Most companies have a sales process that the sales team is tasked to adhere by. But, guess, what? I'm here to break the news to you that most of the sales processes that are in place today are flawed and outdated. If your company's sales process goes a little something like this (which I know most of yours do), you are tackling today's business with yesterday's methods:
Step 1: Identify a Potential Customer
Step 2: Qualify the Opportunity
Step 3: Present the Product or Service
Step 4: Propose a Solution
Step 5: Negotiate & Close
Step 6: Deliver & Service.
Here's the problem - sales processes like this were designed by the vendor and not the customer. Do you really think customer's give a rats ass what your sales process is? They care about their process which I like to refer to as the "buyer's journey." Remember, sales is about the customer, not you. Managers should be asking their reps, "Where is the customer at in terms of the buying process?" and move away from, "Where are you at in the sales process?" Think of a deals you are managing right now. I would put money that where you think you are in the sales process doesn't align with where the customer is in the buying process 9 times out of 10. Here's why:
The Way We Buy & Sell Has Changed
I wrote about this topic specifically in my article, The Way We Buy and Sell Has Changed: 5 Reasons Why You Must Be Prepared which talks about the dramatic shift that has happened over the last decade in terms of how we purchase products. In the past, buyers leveraged sales people to gain information about their products and services. Today, buyers are already well-equipped with the majority of the information we as sales people are responsible of conveying. They already know what your product does, who your competition is, about how much it costs, and what your reputation is. All of this information is at their fingertips so you need to be more prepared than ever before when you manage your opportunities. Your first step in preparing effectively is to educate yourself about what the buying journey is and what it means to the customer.
The Buying Journey
As I said, the way we buy has completely changed over the years with the explosion of information at our fingertips and the influence it brings to our purchasing decisions. A study by BigCommerce showed that 81% of consumers say posts from friends directly influences their buying decision and statistics from Invespcro state that 90% read online reviews before making a purchase. In a traditional "sales process" we could dictate what information the prospect sees and hears but in today's world, the customer already knows just about everything about your company before even talking to you. Forrester Research indicates that today’s B2B consumer will find three pieces of content about a vendor for every one piece that is published or delivered by marketing or sales. This is why it is vital that your company has a wide variety of positive customer testimonials and case studies that are easily accessible to the consumer researcher. So what might a typical B2B buying journey look like? Here is what you could expect:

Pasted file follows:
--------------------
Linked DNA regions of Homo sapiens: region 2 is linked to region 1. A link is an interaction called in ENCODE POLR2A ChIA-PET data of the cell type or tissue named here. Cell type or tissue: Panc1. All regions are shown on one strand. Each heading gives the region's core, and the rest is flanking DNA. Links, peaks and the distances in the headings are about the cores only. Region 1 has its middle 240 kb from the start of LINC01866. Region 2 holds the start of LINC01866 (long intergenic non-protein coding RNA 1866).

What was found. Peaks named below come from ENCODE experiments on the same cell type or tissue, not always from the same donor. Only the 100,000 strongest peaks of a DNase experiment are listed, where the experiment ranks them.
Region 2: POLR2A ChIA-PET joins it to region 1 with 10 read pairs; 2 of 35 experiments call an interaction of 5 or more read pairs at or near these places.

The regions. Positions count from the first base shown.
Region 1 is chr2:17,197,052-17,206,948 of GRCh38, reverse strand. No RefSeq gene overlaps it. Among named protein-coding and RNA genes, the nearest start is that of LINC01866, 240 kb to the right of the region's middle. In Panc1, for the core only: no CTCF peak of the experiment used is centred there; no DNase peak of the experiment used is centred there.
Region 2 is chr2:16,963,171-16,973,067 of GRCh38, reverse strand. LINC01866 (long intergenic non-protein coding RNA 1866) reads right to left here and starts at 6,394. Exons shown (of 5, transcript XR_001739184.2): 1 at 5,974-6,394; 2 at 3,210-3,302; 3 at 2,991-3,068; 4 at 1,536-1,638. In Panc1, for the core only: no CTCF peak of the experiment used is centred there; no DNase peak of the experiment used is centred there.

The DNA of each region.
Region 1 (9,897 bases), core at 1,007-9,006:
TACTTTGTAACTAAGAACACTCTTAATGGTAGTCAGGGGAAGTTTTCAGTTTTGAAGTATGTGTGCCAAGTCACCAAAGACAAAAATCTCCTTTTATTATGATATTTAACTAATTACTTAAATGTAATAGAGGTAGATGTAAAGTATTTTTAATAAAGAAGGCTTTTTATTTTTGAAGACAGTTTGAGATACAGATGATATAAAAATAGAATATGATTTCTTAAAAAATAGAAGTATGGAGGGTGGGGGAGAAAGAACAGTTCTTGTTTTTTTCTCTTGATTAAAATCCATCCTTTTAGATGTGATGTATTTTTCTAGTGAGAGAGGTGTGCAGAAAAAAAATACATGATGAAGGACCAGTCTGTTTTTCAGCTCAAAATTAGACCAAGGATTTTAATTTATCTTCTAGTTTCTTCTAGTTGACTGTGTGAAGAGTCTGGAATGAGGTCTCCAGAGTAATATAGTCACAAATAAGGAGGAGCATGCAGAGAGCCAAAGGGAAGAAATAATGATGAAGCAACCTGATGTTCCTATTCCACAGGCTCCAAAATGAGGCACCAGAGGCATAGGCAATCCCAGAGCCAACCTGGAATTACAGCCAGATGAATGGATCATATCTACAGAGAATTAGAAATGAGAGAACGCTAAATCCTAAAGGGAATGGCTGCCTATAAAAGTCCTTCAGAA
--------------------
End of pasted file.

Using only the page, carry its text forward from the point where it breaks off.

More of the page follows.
Step 1: The customer discovers a problem or opportunity
Step 2: The customer quantifies the financial impact of the problem or opportunity
Step 3: The customer estimates costs for the solution and commits funding for the project
Step 4: The customer gathers all the requirements needed for a successful outcome
Step 5: The customer evaluates several viable solutions in the marketplace
Step 6: The customer decides on a solution (or does nothing)
Re-Aligning Your Sales Process to Meet Customer Needs
Let's say a potential customer contacts you through your website and asks for more information about your analytics software. It's safe to assume the customer has discovered that they have a challenge or need they want to overcome (you can also assume that this prospect has or will be doing the same thing with your competitor). Your job from here forward is to align your sales process to meet the needs of their buying journey. At this point, you should be helping the customer quantify the economic consequences of staying "business as usual" vs. investing in a solution. Your questions for the prospect should lead down a path of finding as much of the metrics as possible:
"What are they using today?" How much is it costing them? What ROI do they expect? What are the financial implications if they don't do anything? Etc.
If you have an existing customer that was in a similar situation as your prospect, this would be a good time to tell their story and share the positive business outcomes and metrics they benefited from by implementing your solution (your marketing team should have this data in the form of case studies, testimonials, customer journey blogs, etc). Here are a few examples of business outcomes you should convey:
Total cost savings
$ of net new revenue obtained
# of new customers they acquired
After the conversation, send them a few case studies of other similar companies that were in the same situation and what economic results they received to drive home the value of your solution.
The key point here is to ensure that you